by Judie Burman, February 2018
The first thing we would say about this is don’t be scared of the prospect of a private purchase!
Estate Agents in France charge a very high commission compared to England as you have probably discovered and it is true that they do give some extra services, but they are things that can easily be coped with. For example, they give the final meter readings and advise the supply company of the change of ownership. But it is so easy to do, why pay thousands for euros for this?
The system in France is different from England where normally both the buyer and the seller have their own solicitors. In France, the transaction is dealt with by the Notaire whose role is to ensure that the State get what is due to them and in the process do what we would call the ‘conveyancing’ in England.
When we sold our previous house in France, it was a private sale and everything went through very smoothly. Both we and the purchaser opted to use the same Notaire – it is possible for both sides to have different Notaires, but it is unusual and unnecessary. Why make things more complex than they need to be?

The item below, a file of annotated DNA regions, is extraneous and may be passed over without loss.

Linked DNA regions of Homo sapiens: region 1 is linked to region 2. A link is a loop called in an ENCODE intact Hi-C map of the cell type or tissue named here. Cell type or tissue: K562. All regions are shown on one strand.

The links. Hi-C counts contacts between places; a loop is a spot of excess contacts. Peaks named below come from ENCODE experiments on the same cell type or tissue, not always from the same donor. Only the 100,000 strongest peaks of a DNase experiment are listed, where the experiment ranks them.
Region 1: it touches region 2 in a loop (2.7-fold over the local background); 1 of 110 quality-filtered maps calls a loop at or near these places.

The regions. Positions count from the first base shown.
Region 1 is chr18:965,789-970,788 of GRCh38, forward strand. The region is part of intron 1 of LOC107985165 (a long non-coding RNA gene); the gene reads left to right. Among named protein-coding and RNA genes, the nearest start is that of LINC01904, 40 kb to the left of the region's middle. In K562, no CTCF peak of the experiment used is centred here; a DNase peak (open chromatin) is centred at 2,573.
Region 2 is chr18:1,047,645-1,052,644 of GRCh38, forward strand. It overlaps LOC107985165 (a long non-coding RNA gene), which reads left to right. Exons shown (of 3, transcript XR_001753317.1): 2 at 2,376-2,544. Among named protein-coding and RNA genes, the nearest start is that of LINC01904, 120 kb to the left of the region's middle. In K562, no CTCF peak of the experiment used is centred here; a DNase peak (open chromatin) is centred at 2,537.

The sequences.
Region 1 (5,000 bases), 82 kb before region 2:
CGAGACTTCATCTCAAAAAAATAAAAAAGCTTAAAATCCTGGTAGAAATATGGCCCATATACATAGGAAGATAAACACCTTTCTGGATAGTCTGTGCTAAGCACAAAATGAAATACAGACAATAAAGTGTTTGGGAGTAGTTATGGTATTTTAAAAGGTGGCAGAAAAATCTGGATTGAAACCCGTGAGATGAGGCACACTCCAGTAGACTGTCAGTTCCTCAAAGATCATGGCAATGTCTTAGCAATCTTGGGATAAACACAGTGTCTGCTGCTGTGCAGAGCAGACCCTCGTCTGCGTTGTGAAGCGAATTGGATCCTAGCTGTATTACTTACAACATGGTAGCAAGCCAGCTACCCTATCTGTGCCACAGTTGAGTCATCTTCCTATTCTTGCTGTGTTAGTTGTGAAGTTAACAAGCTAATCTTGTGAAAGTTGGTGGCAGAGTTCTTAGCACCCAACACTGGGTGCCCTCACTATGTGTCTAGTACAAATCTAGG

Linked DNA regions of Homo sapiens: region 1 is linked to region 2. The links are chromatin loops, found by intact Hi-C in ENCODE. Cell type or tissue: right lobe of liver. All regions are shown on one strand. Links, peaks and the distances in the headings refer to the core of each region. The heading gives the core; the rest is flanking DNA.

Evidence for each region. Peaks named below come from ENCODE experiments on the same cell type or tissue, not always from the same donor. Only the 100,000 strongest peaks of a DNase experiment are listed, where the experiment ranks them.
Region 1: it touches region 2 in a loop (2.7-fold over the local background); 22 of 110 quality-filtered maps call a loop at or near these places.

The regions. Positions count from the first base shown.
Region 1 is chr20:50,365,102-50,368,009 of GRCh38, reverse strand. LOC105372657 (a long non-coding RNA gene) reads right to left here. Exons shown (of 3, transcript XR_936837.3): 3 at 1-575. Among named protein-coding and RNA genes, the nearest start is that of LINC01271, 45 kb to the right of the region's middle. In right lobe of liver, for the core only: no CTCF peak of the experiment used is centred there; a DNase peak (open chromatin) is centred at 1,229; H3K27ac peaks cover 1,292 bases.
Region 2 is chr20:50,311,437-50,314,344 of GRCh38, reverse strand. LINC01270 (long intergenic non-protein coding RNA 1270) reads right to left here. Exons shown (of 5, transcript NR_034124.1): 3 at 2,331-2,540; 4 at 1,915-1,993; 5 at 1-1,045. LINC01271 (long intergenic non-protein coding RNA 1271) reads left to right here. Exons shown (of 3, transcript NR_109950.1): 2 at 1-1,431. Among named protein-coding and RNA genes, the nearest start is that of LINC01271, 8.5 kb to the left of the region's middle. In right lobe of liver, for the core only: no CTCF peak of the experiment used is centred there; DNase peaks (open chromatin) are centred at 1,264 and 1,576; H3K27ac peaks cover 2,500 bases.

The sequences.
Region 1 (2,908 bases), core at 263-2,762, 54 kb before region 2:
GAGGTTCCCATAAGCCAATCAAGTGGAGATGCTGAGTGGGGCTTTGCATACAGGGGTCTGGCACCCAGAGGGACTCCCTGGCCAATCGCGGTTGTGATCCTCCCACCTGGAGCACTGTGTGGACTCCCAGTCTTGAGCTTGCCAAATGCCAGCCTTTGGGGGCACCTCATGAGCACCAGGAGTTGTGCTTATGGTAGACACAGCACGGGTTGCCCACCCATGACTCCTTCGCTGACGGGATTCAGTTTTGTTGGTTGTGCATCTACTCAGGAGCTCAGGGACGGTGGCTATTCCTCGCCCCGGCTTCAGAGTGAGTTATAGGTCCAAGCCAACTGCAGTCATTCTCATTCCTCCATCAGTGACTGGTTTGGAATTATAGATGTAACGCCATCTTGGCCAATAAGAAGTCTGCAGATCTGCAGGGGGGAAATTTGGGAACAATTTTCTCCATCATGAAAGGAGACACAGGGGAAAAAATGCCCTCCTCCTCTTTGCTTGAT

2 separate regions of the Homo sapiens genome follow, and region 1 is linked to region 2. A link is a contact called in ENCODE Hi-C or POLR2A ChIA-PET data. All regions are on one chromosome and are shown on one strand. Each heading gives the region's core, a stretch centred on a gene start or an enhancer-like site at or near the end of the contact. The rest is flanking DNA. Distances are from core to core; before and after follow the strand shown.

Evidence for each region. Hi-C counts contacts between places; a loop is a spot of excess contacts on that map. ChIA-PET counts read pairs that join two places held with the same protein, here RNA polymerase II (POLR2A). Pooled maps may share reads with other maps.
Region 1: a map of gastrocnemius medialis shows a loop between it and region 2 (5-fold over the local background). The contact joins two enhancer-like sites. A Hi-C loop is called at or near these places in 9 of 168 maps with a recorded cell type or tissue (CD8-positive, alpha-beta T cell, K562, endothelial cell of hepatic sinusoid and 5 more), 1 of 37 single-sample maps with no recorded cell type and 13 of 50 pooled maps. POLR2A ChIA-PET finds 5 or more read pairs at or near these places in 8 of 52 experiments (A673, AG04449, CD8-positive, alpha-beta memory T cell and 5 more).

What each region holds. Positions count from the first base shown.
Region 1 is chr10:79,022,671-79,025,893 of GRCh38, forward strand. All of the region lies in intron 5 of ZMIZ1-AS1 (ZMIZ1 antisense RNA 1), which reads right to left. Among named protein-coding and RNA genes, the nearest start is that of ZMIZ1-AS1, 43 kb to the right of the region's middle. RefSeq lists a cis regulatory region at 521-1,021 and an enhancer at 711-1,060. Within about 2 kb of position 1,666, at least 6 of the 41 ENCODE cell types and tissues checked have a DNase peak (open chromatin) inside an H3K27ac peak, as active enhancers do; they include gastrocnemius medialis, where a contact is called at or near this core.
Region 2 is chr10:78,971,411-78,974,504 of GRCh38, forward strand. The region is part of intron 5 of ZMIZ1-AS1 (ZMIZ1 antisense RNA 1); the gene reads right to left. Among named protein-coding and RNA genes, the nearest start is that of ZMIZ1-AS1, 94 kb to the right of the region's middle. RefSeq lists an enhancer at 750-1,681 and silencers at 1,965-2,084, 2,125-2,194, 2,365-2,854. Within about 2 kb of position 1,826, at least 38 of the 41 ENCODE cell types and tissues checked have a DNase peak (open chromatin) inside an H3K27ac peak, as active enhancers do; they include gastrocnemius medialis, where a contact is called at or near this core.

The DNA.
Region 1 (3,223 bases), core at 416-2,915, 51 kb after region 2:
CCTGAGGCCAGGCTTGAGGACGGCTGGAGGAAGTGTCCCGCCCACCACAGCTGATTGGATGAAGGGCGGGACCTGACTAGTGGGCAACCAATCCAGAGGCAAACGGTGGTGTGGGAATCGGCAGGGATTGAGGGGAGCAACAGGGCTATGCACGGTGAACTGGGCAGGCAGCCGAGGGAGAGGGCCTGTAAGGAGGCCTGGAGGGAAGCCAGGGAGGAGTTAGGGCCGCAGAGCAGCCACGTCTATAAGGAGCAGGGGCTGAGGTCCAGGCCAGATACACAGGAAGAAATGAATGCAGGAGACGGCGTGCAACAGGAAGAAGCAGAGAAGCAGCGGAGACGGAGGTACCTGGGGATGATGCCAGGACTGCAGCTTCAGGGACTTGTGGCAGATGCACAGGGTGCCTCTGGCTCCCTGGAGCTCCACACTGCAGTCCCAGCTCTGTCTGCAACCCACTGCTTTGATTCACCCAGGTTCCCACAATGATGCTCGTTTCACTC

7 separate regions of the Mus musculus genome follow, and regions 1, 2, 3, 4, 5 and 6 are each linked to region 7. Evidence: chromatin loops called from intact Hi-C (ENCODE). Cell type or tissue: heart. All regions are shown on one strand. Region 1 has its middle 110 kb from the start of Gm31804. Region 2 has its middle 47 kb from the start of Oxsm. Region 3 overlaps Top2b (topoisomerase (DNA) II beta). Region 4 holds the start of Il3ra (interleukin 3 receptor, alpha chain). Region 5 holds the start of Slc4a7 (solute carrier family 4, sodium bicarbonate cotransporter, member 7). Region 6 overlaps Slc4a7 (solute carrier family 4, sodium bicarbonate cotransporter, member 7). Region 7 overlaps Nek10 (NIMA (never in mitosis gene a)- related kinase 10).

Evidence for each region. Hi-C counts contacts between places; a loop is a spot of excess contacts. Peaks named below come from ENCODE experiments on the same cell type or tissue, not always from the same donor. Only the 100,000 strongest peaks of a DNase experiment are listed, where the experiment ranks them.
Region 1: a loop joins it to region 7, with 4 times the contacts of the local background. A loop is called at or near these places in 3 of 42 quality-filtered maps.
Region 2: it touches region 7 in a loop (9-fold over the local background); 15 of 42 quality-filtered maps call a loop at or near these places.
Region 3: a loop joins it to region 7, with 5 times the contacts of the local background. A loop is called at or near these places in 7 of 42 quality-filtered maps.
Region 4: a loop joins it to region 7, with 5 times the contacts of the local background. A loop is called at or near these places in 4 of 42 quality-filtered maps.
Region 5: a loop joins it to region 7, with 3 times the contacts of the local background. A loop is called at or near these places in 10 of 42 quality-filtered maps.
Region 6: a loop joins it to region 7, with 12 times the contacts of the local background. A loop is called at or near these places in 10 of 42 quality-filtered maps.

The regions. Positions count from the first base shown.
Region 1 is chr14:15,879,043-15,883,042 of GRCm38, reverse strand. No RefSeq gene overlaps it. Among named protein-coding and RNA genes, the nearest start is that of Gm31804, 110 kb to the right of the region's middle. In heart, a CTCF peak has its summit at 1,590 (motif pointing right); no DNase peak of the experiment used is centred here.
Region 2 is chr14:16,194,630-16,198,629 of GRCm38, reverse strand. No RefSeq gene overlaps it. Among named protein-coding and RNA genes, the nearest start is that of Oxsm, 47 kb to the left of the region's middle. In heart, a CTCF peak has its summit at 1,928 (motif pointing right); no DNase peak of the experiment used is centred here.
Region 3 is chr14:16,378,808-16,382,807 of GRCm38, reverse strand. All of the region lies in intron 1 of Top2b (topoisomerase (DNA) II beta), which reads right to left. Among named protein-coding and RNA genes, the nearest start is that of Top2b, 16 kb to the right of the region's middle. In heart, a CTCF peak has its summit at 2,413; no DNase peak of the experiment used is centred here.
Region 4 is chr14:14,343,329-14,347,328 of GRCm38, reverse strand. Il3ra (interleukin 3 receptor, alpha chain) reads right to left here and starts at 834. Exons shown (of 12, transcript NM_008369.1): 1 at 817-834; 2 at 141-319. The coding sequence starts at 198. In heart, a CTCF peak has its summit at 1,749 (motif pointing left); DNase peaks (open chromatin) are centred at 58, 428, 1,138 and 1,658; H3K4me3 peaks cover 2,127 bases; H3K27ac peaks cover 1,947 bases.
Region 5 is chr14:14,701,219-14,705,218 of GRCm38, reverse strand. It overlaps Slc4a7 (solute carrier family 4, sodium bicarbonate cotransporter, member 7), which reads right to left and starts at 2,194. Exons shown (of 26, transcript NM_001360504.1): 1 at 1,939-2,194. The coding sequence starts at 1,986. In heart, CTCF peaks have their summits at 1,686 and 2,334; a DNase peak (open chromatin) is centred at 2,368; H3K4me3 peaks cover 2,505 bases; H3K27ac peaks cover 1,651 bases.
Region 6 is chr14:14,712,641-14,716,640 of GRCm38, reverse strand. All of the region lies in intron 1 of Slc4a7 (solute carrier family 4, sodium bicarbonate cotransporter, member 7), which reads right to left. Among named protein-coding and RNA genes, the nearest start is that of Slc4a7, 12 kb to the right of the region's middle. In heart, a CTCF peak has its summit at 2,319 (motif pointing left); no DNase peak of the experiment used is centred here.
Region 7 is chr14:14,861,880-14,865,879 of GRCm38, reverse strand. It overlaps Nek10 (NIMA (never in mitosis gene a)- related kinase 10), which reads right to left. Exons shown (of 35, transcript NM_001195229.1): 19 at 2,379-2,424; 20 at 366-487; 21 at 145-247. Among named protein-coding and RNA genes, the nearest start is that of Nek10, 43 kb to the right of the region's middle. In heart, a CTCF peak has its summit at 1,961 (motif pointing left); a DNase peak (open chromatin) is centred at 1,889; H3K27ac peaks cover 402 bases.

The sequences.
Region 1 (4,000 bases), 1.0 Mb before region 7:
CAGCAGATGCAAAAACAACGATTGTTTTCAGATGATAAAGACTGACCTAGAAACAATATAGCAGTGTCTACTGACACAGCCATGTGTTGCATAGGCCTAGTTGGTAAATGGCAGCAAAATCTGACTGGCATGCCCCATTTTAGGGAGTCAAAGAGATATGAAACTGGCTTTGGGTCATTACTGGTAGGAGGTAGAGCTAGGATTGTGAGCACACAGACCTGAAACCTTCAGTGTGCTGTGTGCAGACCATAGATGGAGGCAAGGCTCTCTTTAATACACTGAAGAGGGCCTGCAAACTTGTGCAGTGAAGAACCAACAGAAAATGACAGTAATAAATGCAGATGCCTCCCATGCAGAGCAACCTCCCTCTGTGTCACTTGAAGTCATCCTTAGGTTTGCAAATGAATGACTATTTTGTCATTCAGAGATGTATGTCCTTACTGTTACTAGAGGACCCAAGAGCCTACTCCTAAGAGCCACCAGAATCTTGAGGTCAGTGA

The first document that is signed is the ‘Compromis de Vente’ – the first contract which gives details of the property, the vendors, the purchasers, the price, the deposit which the Notaire will hold and the date of the ‘Acte Finale’ (completion). Once this contract is signed and the deposit paid, it is binding in a similar way to in England – but there is a 7 day cooling off period. The Notaire will deal with the necessary formalities and on the set day of completion, both parties meet in the Notaire’s office where the Contrat (contract)
is gone through and signed by both sides.
Voila! That’s it – job done. You have a lovely new home in France and have saved yourself some money into the bargain.